Even after his first suicide attempt, O'Donnell tried to change from gay to straight. For three years, he went through therapy with New Hope Ministries. This time, O'Donnell was an inpatient, so he could get round-the-clock help. And again, the therapy didn't work. While he was there, he made a second suicide attempt, although this time the slashes to his wrists didn't require him to be hospitalized. He eventually gave up trying to change. "After three years, I finally went AWOL," O'Donnell says. He adds that he now happily attends a church that welcomes him and his sexuality.

Recently, O'Donnell asked Exodus president Alan Chambers to take his photo off the Exodus Web site. But Chambers, O'Donnell says, told him that Exodus owns the picture and it still signifies that people can change. "I said, 'How can you say that is true when I know there are at least three people in that picture who have not changed?'" Exodus did not return my calls seeking comment about the photo.

Earlier this summer, I went to a New York screening of "Fish Can't Fly," a documentary about Christian gays struggling with their faith and sexuality. The film profiles seven men and women, including O'Donnell, and their futile efforts to change from gay to straight.

You can read the rest at: http://www.salon.com/news/feature/2005/07/21/ex_gays/index.html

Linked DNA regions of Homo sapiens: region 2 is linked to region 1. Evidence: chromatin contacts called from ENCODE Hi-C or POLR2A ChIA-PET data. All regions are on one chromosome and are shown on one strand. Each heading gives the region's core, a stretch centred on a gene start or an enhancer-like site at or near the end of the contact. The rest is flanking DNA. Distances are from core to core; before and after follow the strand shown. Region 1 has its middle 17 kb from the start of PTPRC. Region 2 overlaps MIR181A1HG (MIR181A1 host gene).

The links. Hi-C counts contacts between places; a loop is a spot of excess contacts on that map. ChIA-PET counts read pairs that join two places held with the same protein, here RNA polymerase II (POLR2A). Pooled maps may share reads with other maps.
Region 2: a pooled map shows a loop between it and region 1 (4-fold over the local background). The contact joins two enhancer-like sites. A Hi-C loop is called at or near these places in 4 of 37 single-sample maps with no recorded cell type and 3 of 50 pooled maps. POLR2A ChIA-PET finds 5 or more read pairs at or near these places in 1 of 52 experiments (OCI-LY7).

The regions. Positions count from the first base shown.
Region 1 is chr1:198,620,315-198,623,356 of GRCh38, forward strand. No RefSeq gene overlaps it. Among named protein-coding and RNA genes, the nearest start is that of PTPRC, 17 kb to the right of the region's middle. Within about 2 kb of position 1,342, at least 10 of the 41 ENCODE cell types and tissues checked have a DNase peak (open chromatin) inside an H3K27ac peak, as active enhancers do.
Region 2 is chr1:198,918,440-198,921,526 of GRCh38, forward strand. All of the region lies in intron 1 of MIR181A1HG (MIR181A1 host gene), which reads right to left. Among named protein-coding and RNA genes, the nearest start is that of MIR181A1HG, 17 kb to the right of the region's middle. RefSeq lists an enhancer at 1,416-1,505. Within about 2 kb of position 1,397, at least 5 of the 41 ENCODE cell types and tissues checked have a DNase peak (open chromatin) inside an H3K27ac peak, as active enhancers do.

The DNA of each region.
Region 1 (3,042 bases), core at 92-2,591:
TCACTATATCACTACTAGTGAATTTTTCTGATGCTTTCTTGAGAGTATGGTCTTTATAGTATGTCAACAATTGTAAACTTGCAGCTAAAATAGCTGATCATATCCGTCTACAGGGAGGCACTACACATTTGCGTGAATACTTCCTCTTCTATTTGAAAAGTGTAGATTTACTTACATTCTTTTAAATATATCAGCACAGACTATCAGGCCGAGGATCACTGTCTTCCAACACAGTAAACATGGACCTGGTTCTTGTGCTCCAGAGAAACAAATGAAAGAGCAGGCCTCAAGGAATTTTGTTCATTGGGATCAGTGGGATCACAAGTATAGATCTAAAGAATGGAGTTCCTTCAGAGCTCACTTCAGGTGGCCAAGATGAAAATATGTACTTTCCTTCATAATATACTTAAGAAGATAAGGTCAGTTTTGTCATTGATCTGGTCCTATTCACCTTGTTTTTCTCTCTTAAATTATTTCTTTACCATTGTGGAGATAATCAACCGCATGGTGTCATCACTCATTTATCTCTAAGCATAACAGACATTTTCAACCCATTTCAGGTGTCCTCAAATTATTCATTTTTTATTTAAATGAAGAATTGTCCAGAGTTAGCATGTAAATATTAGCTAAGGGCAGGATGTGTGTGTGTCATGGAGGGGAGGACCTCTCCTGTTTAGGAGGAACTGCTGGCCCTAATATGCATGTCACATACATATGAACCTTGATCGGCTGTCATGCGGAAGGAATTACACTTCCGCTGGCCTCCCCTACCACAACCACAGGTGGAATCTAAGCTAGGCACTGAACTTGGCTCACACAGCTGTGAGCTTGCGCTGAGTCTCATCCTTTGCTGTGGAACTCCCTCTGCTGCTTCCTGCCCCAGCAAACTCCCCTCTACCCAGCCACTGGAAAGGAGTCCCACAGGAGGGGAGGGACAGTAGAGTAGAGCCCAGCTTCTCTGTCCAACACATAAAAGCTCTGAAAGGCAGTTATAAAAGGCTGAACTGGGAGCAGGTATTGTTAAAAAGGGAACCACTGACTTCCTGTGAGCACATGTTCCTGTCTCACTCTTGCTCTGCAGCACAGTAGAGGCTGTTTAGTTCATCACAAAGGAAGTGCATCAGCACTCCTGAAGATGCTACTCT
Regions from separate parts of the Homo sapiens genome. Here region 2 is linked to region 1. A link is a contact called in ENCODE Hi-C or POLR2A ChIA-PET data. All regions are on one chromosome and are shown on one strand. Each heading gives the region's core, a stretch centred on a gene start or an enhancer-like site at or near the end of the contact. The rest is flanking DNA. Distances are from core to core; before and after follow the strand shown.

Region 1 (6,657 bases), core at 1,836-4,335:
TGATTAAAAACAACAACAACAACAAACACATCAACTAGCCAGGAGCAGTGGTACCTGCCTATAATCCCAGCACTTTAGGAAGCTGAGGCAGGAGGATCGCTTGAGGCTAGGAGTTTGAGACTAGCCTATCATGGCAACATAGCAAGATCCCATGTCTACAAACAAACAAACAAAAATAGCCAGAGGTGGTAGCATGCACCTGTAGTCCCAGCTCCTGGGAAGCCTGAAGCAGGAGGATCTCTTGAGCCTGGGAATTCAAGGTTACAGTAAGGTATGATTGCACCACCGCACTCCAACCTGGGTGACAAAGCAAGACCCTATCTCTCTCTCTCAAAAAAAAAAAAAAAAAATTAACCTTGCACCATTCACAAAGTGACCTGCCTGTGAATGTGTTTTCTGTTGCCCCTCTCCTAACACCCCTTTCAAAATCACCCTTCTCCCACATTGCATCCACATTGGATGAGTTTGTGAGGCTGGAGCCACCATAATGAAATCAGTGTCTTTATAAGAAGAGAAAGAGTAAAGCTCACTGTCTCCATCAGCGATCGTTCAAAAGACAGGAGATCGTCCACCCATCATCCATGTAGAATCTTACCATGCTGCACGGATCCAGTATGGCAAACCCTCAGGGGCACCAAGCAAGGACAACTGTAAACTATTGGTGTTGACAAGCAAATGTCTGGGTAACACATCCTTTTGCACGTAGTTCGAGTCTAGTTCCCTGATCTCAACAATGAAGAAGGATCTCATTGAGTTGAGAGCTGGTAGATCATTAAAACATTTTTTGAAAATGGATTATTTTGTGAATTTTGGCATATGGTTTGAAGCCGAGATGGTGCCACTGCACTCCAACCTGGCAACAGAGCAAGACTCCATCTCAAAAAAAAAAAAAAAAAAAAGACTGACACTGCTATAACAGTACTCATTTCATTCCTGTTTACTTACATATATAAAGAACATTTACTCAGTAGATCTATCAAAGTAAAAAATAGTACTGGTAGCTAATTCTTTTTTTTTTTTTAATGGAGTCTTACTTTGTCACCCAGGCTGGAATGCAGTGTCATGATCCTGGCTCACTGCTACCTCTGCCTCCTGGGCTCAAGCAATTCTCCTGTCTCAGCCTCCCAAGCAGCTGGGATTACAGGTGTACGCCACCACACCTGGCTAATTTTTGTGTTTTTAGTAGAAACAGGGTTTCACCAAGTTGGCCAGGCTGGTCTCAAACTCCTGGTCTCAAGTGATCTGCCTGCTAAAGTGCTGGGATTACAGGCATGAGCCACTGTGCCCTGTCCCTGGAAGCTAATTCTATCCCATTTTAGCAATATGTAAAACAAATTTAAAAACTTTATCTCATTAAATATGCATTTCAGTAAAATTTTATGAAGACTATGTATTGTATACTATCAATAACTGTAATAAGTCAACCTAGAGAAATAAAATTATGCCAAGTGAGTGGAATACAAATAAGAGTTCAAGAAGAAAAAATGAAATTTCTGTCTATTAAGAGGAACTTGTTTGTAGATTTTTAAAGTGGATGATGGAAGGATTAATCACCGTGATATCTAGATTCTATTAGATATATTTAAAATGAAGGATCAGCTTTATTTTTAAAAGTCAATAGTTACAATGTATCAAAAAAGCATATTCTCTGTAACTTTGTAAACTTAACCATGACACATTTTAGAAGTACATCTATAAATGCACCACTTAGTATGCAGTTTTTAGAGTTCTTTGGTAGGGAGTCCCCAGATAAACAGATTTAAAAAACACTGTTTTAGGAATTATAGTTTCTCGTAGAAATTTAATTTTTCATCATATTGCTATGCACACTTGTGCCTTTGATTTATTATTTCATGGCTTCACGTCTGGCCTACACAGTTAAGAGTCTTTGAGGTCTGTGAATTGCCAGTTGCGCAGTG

Even when you can get a member of the religious right to agree that it is not curable, they then simply say one has to live an abstinent life void of relationships. Sure, you try it and set an example for us all.

Obviously my conclusion is that we are what we are, that morality is not in who we have a relationship with (as long as it's an adult) but rather the quality of love and respect that we conduct it with. We'll all find out who was right and who was wrong on the other side...

edited to note that later in the article the point is made that if the glbt community was more welcoming to Christians, the ex-gay ministry would go out of business. Let's do what we can to be more accepting and supportive of our Christian brothers and sisters. We need to walk our tolerance talk, don't you think?

another London attack

Fortunately this time the detonation failed although some of the explosive burned, giving off some smoke and a sour odor:


They again tried the same scenario, 3 tube explosions and a bus, but none of it worked and they now have some evidence to work with.

Goddess bless all the Londoners who are bravely trying to live under this threat!

Action alert!

From one of my activist co-workers: